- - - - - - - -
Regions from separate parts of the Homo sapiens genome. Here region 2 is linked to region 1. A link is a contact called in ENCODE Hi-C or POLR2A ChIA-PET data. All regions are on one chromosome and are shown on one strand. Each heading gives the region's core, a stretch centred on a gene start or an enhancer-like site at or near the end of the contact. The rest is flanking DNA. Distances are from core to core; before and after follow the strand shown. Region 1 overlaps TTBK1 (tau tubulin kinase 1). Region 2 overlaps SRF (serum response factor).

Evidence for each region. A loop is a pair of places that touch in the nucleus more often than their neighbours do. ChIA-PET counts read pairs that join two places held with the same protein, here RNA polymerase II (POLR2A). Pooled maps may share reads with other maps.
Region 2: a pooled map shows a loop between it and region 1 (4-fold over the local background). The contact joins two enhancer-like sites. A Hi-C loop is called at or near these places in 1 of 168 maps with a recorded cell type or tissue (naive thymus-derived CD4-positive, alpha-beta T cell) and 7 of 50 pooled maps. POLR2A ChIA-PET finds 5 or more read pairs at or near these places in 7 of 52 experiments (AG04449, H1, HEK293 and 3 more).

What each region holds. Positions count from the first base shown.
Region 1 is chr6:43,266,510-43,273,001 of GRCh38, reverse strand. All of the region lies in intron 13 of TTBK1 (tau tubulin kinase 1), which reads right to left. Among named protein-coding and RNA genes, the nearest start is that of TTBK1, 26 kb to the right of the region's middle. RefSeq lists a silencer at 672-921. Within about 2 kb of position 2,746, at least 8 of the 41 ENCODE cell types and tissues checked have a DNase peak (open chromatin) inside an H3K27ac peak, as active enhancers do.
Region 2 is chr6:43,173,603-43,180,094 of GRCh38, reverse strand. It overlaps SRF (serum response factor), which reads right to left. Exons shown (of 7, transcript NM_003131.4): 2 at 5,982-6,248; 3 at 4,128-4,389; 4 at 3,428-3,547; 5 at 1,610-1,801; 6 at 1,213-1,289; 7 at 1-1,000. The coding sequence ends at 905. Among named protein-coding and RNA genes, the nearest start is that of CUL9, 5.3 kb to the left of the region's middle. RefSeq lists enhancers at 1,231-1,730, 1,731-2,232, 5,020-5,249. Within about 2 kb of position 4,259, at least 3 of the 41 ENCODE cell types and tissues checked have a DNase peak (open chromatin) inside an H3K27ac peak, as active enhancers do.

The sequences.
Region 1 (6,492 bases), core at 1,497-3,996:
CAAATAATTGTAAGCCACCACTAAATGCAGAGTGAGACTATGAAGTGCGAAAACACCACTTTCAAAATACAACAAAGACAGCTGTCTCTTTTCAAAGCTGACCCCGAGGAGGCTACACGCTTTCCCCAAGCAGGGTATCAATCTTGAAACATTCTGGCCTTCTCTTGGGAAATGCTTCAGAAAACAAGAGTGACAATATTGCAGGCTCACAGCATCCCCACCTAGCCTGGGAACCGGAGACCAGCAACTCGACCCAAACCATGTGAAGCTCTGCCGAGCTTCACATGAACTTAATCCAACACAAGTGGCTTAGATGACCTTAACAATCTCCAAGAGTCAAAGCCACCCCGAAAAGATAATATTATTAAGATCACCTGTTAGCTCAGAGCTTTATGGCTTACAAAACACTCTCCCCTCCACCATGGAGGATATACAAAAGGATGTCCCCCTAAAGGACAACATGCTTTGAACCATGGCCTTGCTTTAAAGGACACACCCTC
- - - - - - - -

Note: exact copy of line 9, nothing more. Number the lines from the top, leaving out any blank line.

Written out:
CAAATAATTGTAAGCCACCACTAAATGCAGAGTGAGACTATGAAGTGCGAAAACACCACTTTCAAAATACAACAAAGACAGCTGTCTCTTTTCAAAGCTGACCCCGAGGAGGCTACACGCTTTCCCCAAGCAGGGTATCAATCTTGAAACATTCTGGCCTTCTCTTGGGAAATGCTTCAGAAAACAAGAGTGACAATATTGCAGGCTCACAGCATCCCCACCTAGCCTGGGAACCGGAGACCAGCAACTCGACCCAAACCATGTGAAGCTCTGCCGAGCTTCACATGAACTTAATCCAACACAAGTGGCTTAGATGACCTTAACAATCTCCAAGAGTCAAAGCCACCCCGAAAAGATAATATTATTAAGATCACCTGTTAGCTCAGAGCTTTATGGCTTACAAAACACTCTCCCCTCCACCATGGAGGATATACAAAAGGATGTCCCCCTAAAGGACAACATGCTTTGAACCATGGCCTTGCTTTAAAGGACACACCCTC